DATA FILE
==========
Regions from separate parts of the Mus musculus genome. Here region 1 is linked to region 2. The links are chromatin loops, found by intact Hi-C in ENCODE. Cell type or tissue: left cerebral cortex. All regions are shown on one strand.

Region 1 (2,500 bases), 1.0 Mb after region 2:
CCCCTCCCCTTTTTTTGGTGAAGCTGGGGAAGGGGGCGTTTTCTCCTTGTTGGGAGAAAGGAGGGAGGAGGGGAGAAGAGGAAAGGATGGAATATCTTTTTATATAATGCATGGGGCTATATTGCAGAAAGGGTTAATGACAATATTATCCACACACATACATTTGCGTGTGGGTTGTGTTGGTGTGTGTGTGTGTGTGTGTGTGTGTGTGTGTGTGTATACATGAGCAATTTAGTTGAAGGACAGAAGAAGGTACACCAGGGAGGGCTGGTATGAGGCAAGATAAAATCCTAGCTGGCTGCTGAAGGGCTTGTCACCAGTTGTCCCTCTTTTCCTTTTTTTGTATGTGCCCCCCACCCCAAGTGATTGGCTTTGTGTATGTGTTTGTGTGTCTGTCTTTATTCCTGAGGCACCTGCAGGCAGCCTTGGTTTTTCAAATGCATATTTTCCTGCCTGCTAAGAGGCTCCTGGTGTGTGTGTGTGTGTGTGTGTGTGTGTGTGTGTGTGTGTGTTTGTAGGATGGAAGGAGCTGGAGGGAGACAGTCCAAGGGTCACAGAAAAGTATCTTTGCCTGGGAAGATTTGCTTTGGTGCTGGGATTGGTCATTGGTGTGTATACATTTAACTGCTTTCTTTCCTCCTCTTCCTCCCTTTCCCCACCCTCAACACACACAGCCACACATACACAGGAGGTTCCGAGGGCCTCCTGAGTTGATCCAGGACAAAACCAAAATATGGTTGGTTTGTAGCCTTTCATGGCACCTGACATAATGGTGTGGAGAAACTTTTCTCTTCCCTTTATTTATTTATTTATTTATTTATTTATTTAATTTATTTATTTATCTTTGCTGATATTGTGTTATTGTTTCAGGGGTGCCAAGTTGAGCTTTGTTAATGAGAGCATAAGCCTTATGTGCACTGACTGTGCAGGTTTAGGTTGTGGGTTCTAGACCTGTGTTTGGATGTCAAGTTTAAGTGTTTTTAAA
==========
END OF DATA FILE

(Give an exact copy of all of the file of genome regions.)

Regions from separate parts of the Mus musculus genome. Here region 1 is linked to region 2. The links are chromatin loops, found by intact Hi-C in ENCODE. Cell type or tissue: left cerebral cortex. All regions are shown on one strand.

Region 1 (2,500 bases), 1.0 Mb after region 2:
CCCCTCCCCTTTTTTTGGTGAAGCTGGGGAAGGGGGCGTTTTCTCCTTGTTGGGAGAAAGGAGGGAGGAGGGGAGAAGAGGAAAGGATGGAATATCTTTTTATATAATGCATGGGGCTATATTGCAGAAAGGGTTAATGACAATATTATCCACACACATACATTTGCGTGTGGGTTGTGTTGGTGTGTGTGTGTGTGTGTGTGTGTGTGTGTGTGTGTATACATGAGCAATTTAGTTGAAGGACAGAAGAAGGTACACCAGGGAGGGCTGGTATGAGGCAAGATAAAATCCTAGCTGGCTGCTGAAGGGCTTGTCACCAGTTGTCCCTCTTTTCCTTTTTTTGTATGTGCCCCCCACCCCAAGTGATTGGCTTTGTGTATGTGTTTGTGTGTCTGTCTTTATTCCTGAGGCACCTGCAGGCAGCCTTGGTTTTTCAAATGCATATTTTCCTGCCTGCTAAGAGGCTCCTGGTGTGTGTGTGTGTGTGTGTGTGTGTGTGTGTGTGTGTGTGTTTGTAGGATGGAAGGAGCTGGAGGGAGACAGTCCAAGGGTCACAGAAAAGTATCTTTGCCTGGGAAGATTTGCTTTGGTGCTGGGATTGGTCATTGGTGTGTATACATTTAACTGCTTTCTTTCCTCCTCTTCCTCCCTTTCCCCACCCTCAACACACACAGCCACACATACACAGGAGGTTCCGAGGGCCTCCTGAGTTGATCCAGGACAAAACCAAAATATGGTTGGTTTGTAGCCTTTCATGGCACCTGACATAATGGTGTGGAGAAACTTTTCTCTTCCCTTTATTTATTTATTTATTTATTTATTTATTTAATTTATTTATTTATCTTTGCTGATATTGTGTTATTGTTTCAGGGGTGCCAAGTTGAGCTTTGTTAATGAGAGCATAAGCCTTATGTGCACTGACTGTGCAGGTTTAGGTTGTGGGTTCTAGACCTGTGTTTGGATGTCAAGTTTAAGTGTTTTTAAA